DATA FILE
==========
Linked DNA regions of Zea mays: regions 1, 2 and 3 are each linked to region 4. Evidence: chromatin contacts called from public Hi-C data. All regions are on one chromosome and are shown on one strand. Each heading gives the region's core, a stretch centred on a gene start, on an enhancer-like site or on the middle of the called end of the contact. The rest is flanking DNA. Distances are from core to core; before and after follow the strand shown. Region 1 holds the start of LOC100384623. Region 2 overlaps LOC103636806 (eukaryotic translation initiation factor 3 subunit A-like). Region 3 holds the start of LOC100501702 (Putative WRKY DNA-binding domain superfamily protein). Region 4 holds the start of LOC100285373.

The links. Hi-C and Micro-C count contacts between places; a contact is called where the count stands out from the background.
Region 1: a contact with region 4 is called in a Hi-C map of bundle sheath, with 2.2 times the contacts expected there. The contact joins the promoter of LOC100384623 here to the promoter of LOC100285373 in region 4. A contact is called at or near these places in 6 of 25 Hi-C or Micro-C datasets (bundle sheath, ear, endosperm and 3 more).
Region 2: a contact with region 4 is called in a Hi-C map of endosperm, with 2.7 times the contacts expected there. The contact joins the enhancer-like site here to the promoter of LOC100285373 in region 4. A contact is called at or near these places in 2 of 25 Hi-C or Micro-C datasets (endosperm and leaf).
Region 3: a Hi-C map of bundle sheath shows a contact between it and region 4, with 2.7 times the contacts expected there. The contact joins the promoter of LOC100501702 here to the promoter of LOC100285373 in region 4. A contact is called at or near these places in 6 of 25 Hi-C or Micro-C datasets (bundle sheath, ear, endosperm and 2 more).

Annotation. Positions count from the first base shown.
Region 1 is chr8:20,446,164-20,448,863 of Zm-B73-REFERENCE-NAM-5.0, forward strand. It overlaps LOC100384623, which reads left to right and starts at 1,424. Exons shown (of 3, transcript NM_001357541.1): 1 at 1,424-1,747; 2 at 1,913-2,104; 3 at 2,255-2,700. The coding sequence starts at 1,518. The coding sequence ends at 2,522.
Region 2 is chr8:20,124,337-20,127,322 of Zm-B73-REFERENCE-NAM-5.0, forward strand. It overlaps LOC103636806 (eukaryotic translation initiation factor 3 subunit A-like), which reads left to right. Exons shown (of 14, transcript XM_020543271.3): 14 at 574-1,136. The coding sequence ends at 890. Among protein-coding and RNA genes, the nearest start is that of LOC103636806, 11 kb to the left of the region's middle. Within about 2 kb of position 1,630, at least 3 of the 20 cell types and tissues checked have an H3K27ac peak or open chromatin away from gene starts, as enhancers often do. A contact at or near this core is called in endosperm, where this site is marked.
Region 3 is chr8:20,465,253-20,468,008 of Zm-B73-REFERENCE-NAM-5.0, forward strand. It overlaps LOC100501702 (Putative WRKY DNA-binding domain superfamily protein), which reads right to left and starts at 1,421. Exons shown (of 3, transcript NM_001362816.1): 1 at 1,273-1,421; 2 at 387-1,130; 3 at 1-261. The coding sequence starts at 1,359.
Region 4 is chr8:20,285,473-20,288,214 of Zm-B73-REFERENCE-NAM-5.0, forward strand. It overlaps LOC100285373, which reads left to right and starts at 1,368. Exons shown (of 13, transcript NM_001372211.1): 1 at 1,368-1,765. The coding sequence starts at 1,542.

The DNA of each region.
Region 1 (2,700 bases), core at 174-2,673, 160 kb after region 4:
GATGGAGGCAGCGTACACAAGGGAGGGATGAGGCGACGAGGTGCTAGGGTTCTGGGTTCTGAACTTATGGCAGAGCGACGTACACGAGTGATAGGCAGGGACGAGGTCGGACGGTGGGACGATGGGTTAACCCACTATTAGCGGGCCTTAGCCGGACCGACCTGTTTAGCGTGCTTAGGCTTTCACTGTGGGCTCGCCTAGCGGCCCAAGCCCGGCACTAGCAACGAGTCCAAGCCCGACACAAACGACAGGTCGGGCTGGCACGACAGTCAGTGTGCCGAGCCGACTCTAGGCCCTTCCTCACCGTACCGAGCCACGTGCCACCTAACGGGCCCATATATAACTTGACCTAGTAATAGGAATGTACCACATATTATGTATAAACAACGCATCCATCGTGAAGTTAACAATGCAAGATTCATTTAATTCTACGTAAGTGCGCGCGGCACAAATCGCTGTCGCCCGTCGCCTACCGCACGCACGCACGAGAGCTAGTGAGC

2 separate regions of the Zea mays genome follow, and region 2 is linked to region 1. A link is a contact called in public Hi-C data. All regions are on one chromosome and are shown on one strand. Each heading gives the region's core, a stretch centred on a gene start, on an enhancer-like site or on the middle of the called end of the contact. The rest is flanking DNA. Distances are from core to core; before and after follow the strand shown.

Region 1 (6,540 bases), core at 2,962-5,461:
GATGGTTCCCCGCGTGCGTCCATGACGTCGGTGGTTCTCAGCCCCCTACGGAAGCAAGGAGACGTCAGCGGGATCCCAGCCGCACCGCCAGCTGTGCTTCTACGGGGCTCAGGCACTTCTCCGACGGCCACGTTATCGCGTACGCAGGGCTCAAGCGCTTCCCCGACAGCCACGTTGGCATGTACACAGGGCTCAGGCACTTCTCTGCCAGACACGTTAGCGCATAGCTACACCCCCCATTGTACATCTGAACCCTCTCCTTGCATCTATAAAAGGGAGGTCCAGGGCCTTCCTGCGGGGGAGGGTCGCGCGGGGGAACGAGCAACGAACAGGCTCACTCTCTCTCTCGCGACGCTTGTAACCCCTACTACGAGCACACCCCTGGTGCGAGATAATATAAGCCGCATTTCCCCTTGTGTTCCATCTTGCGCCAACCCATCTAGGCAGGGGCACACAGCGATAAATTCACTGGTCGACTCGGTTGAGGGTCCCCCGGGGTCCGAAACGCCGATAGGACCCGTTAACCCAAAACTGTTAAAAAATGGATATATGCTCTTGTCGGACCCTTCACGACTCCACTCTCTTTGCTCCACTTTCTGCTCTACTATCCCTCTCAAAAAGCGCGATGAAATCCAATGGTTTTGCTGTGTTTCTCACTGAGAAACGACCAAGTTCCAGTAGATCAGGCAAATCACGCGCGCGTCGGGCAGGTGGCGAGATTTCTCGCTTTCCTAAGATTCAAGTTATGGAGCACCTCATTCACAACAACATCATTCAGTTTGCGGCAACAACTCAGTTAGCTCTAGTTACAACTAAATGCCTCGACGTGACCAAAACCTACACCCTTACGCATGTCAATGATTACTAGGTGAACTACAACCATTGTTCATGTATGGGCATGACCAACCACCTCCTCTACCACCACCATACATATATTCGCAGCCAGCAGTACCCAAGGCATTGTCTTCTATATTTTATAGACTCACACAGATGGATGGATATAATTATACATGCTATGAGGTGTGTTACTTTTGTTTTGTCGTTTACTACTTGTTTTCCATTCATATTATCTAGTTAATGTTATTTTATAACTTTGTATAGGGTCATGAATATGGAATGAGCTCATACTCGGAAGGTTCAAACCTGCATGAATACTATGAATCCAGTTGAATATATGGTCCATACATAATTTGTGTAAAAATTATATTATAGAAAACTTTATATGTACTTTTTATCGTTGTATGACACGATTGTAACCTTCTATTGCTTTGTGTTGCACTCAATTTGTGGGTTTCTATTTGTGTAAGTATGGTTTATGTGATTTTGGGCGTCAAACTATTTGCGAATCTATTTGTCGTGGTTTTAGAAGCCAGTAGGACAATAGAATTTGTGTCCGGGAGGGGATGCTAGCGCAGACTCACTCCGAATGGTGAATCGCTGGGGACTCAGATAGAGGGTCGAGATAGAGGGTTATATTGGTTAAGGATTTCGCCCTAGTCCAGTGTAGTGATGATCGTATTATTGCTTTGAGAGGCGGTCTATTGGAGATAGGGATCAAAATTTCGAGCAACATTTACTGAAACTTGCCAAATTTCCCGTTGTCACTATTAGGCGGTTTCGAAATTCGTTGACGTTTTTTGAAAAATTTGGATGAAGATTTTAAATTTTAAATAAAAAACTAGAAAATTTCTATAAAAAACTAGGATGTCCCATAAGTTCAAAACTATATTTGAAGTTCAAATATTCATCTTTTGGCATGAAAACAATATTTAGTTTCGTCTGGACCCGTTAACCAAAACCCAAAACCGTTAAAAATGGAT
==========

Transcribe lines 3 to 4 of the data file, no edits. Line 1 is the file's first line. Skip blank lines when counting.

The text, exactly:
Region 1: a contact with region 4 is called in a Hi-C map of bundle sheath, with 2.2 times the contacts expected there. The contact joins the promoter of LOC100384623 here to the promoter of LOC100285373 in region 4. A contact is called at or near these places in 6 of 25 Hi-C or Micro-C datasets (bundle sheath, ear, endosperm and 3 more).
Region 2: a contact with region 4 is called in a Hi-C map of endosperm, with 2.7 times the contacts expected there. The contact joins the enhancer-like site here to the promoter of LOC100285373 in region 4. A contact is called at or near these places in 2 of 25 Hi-C or Micro-C datasets (endosperm and leaf).